For most people, the term ‘Vitamin K’ conjures images of leafy greens that assist in blood clotting. Yet, few are aware of Vitamin K2, a lesser-known but equally significant form of this essential nutrient. Dive into this comprehensive guide to understand Vitamin K2, its numerous health benefits, and the foods brimming with its goodness.
What is Vitamin K2?
Vitamin K is a fat-soluble vitamin that exists in two primary forms: K1 (phylloquinone) and K2 (menaquinone). While Vitamin K1 is abundant in leafy greens and plays a vital role in blood clotting, Vitamin K2’s role is distinct and multifaceted. Found mainly in fermented foods and certain animal products, K2 works synergistically with other vitamins and minerals to support holistic health.
Remarkable Benefits of Vitamin K2
- Supports Bone Health: Vitamin K2 assists in regulating calcium in the body. By ensuring calcium is directed towards bones and teeth, K2 helps in maintaining bone density and preventing osteoporosis1.
- Heart Health: K2 prevents calcium deposits in the arteries, a factor leading to arteriosclerosis or artery hardening. By reducing arterial calcification, K2 promotes cardiovascular health2.
- Dental Health: Similar to its role in bone health, K2 ensures calcium is used effectively in tooth remineralization, leading to stronger teeth3.
- Supports Immune Function: Emerging research suggests Vitamin K2 might have a role in regulating immune responses, though more research is needed in this area4.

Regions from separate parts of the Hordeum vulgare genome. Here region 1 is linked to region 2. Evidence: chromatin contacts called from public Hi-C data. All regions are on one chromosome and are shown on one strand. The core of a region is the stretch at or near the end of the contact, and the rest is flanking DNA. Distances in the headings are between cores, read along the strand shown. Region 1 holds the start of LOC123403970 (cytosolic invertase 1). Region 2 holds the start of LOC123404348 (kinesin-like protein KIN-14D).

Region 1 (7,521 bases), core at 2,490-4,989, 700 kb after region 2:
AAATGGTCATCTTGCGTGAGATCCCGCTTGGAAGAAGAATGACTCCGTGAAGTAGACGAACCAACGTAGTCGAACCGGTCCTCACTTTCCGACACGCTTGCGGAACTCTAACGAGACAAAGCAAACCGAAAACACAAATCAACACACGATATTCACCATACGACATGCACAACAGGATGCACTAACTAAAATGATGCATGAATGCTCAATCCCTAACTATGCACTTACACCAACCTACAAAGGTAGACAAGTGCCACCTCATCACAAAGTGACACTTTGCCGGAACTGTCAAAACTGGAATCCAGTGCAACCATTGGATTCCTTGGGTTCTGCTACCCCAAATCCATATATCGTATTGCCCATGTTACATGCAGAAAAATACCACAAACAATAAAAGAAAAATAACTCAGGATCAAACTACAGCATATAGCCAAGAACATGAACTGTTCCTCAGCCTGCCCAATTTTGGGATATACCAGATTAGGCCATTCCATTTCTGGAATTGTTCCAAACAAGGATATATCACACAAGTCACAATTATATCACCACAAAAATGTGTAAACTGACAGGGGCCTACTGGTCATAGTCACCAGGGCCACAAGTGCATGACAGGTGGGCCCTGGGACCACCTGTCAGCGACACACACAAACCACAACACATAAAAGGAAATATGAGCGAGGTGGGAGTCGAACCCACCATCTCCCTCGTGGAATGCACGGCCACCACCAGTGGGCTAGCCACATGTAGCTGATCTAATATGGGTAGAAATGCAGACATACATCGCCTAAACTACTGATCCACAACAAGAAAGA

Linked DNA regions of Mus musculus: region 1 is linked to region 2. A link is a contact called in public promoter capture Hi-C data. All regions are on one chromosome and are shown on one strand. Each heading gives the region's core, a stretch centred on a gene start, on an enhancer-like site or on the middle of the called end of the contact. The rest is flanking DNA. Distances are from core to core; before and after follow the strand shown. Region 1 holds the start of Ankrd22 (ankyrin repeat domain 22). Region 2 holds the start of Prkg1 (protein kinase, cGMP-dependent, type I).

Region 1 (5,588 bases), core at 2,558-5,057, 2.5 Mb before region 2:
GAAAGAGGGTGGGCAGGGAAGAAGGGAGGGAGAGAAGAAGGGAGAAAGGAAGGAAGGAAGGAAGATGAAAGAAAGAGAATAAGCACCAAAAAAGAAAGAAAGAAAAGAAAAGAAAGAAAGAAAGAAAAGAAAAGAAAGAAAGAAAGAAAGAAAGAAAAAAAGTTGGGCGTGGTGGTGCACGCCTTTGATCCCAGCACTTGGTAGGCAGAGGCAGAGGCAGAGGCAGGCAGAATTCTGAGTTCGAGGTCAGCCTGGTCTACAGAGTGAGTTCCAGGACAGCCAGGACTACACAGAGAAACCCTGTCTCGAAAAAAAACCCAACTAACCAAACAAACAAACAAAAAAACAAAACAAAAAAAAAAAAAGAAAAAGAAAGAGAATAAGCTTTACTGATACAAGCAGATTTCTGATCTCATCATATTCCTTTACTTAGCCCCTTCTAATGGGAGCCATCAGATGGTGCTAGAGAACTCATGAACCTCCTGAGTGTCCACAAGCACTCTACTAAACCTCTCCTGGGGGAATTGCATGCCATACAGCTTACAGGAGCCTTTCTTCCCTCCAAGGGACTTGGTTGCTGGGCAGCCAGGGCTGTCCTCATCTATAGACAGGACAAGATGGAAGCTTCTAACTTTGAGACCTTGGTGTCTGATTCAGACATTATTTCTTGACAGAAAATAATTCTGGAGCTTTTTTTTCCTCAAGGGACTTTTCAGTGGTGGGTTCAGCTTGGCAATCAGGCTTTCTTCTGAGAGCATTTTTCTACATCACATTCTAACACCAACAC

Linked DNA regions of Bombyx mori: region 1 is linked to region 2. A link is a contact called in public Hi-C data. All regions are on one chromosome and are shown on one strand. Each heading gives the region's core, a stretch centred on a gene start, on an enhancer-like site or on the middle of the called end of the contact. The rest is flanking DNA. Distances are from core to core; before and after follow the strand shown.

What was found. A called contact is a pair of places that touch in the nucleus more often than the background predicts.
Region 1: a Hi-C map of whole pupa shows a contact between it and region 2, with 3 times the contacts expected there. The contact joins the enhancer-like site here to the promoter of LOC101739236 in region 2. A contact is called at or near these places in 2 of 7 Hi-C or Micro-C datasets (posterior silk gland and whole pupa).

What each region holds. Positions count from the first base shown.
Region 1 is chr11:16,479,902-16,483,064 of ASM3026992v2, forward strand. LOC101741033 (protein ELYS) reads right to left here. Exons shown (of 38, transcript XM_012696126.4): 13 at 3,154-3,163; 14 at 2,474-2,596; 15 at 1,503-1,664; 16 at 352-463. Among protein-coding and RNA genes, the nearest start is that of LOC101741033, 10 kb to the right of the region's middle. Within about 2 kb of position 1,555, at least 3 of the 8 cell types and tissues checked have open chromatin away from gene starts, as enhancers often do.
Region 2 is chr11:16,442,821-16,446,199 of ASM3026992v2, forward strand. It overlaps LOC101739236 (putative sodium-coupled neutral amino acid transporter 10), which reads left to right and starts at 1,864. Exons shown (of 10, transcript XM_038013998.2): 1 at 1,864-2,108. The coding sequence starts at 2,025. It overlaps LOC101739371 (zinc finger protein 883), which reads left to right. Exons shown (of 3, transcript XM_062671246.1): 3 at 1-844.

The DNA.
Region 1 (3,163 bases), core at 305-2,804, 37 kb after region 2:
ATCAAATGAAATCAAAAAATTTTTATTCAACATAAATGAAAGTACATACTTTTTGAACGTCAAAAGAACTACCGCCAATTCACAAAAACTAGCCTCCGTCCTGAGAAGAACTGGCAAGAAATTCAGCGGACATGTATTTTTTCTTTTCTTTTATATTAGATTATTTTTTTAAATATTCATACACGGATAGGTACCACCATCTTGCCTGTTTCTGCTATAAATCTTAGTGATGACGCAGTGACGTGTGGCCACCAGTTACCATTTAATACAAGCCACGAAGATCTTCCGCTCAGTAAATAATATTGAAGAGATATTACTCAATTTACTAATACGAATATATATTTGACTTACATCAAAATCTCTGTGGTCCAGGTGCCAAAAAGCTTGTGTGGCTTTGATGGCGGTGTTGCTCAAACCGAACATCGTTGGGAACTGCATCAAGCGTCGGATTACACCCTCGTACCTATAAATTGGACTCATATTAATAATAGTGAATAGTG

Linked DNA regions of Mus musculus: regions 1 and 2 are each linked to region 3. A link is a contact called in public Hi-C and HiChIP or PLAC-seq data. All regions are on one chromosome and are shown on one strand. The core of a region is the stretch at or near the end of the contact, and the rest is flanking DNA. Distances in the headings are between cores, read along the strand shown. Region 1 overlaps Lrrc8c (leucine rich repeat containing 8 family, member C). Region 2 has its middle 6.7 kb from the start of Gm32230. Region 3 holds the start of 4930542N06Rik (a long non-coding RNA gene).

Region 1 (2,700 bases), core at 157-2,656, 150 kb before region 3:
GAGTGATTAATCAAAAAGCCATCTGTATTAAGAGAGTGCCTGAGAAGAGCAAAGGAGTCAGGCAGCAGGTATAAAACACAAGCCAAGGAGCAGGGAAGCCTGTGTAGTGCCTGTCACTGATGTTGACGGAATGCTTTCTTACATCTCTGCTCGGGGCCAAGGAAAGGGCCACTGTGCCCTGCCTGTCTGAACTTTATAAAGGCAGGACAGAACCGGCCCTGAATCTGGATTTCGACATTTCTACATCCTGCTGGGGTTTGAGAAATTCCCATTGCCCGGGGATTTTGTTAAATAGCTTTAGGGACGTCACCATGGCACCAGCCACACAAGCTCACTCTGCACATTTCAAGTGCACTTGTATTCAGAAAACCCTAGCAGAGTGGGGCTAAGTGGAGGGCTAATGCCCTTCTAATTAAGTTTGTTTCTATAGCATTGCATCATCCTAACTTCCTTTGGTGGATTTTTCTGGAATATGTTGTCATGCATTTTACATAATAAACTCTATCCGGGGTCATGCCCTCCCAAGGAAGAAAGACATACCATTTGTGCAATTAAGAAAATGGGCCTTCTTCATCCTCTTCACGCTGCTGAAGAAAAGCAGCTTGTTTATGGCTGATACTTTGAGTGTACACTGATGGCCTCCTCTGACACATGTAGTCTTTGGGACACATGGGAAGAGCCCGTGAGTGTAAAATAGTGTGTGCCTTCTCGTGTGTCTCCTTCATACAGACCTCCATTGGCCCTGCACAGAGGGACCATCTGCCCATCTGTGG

- Potential Anti-Cancer Effects: Some studies have hinted at K2’s potential in suppressing cancer cells, especially in cases like liver cancer.
Dietary Sources of Vitamin K2
Ensuring adequate Vitamin K2 intake is crucial, given its array of health benefits. Here are some foods rich in this nutrient:
- Natto: A traditional Japanese dish made from fermented soybeans, natto stands out as one of the highest sources of K2.
- Dairy Products: Particularly in hard cheeses and butter from grass-fed cows, Vitamin K2 is found in the form MK-4.
- Egg Yolks: Eggs from free-range chickens that feed on greens are a good source.
- Organ Meats: The liver, especially from grass-fed animals, contains moderate amounts of K2.
- Fermented Vegetables: Some, like sauerkraut, can have K2 due to specific bacterial strains during fermentation.
- Chicken: Though in smaller quantities, regular consumption can contribute to daily K2 intake.
While it may not enjoy the limelight as some other vitamins, Vitamin K2’s role in supporting overall health is undeniable. From bone density to heart health, this powerhouse nutrient holds a critical spot in holistic well-being. By incorporating K2-rich foods into the diet and understanding its interplay with other nutrients, we can pave the way for a healthier future.
What is Vitamin K2, Its Benefits & Sources? – Dr.Berg
- Schurgers, L.J., & Vermeer, C. (2000). Determination of phylloquinone and menaquinones in food. Haemostasis, 30(6), 298-307.
- Geleijnse, J.M., Vermeer, C., Grobbee, D.E., Schurgers, L.J., Knapen, M.H., van der Meer, I.M., … & Witteman, J.C. (2004). Dietary intake of menaquinone is associated with a reduced risk of coronary heart disease: the Rotterdam Study. The Journal of nutrition, 134(11), 3100-3105.
- [Mellanby, M. (1932). Diet and the teeth: an experimental study. Part III. The effect of diet on dental structure in animals. Medical Research Council Special Report Series, No. 159.]
- Carlson, A. (1985). Effect of vitamin K2 on the development of hepatocellular carcinoma in type C cirrhotic rats. Journal of the National Cancer Institute, 75(4), 791-795.
- Habu, D., Shiomi, S., Tamori, A., Takeda, T., Tanaka, T., Kubo, S., & Nishiguchi, S. (2004). Role of vitamin K2 in the development of hepatocellular carcinoma in women with viral cirrhosis of the liver. Jama, 292(3), 358-361.